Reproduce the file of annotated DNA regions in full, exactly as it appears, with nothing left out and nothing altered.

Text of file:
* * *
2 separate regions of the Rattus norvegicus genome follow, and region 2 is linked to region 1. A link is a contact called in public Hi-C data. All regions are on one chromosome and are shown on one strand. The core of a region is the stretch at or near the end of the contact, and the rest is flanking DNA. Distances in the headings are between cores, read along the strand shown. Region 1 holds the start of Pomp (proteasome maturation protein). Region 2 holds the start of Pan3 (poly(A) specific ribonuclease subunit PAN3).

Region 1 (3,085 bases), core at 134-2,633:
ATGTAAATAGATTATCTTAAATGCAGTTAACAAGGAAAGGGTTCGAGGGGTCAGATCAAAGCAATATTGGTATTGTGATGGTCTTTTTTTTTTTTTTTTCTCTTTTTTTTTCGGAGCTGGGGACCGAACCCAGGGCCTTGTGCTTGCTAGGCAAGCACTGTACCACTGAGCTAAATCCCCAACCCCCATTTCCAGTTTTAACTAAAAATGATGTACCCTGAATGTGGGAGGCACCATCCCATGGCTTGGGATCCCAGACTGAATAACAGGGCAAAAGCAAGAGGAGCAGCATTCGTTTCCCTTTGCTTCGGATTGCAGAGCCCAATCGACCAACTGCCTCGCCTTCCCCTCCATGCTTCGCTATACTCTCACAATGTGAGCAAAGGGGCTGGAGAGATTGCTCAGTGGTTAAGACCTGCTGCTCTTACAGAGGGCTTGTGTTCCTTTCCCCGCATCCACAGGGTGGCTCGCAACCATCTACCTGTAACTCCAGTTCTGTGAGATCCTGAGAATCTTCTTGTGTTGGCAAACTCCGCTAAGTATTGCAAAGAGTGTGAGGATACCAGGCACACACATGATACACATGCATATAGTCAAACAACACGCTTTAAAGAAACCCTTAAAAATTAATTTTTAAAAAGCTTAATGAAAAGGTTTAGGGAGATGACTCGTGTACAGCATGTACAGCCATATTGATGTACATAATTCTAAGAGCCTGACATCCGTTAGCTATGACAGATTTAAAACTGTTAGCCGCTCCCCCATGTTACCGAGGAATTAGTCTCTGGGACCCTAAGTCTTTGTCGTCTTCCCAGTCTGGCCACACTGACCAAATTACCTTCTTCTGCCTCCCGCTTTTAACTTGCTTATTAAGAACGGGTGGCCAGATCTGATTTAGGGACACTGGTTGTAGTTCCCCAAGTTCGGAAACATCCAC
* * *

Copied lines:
2 separate regions of the Rattus norvegicus genome follow, and region 2 is linked to region 1. A link is a contact called in public Hi-C data. All regions are on one chromosome and are shown on one strand. The core of a region is the stretch at or near the end of the contact, and the rest is flanking DNA. Distances in the headings are between cores, read along the strand shown. Region 1 holds the start of Pomp (proteasome maturation protein). Region 2 holds the start of Pan3 (poly(A) specific ribonuclease subunit PAN3).

Region 1 (3,085 bases), core at 134-2,633:
ATGTAAATAGATTATCTTAAATGCAGTTAACAAGGAAAGGGTTCGAGGGGTCAGATCAAAGCAATATTGGTATTGTGATGGTCTTTTTTTTTTTTTTTTCTCTTTTTTTTTCGGAGCTGGGGACCGAACCCAGGGCCTTGTGCTTGCTAGGCAAGCACTGTACCACTGAGCTAAATCCCCAACCCCCATTTCCAGTTTTAACTAAAAATGATGTACCCTGAATGTGGGAGGCACCATCCCATGGCTTGGGATCCCAGACTGAATAACAGGGCAAAAGCAAGAGGAGCAGCATTCGTTTCCCTTTGCTTCGGATTGCAGAGCCCAATCGACCAACTGCCTCGCCTTCCCCTCCATGCTTCGCTATACTCTCACAATGTGAGCAAAGGGGCTGGAGAGATTGCTCAGTGGTTAAGACCTGCTGCTCTTACAGAGGGCTTGTGTTCCTTTCCCCGCATCCACAGGGTGGCTCGCAACCATCTACCTGTAACTCCAGTTCTGTGAGATCCTGAGAATCTTCTTGTGTTGGCAAACTCCGCTAAGTATTGCAAAGAGTGTGAGGATACCAGGCACACACATGATACACATGCATATAGTCAAACAACACGCTTTAAAGAAACCCTTAAAAATTAATTTTTAAAAAGCTTAATGAAAAGGTTTAGGGAGATGACTCGTGTACAGCATGTACAGCCATATTGATGTACATAATTCTAAGAGCCTGACATCCGTTAGCTATGACAGATTTAAAACTGTTAGCCGCTCCCCCATGTTACCGAGGAATTAGTCTCTGGGACCCTAAGTCTTTGTCGTCTTCCCAGTCTGGCCACACTGACCAAATTACCTTCTTCTGCCTCCCGCTTTTAACTTGCTTATTAAGAACGGGTGGCCAGATCTGATTTAGGGACACTGGTTGTAGTTCCCCAAGTTCGGAAACATCCAC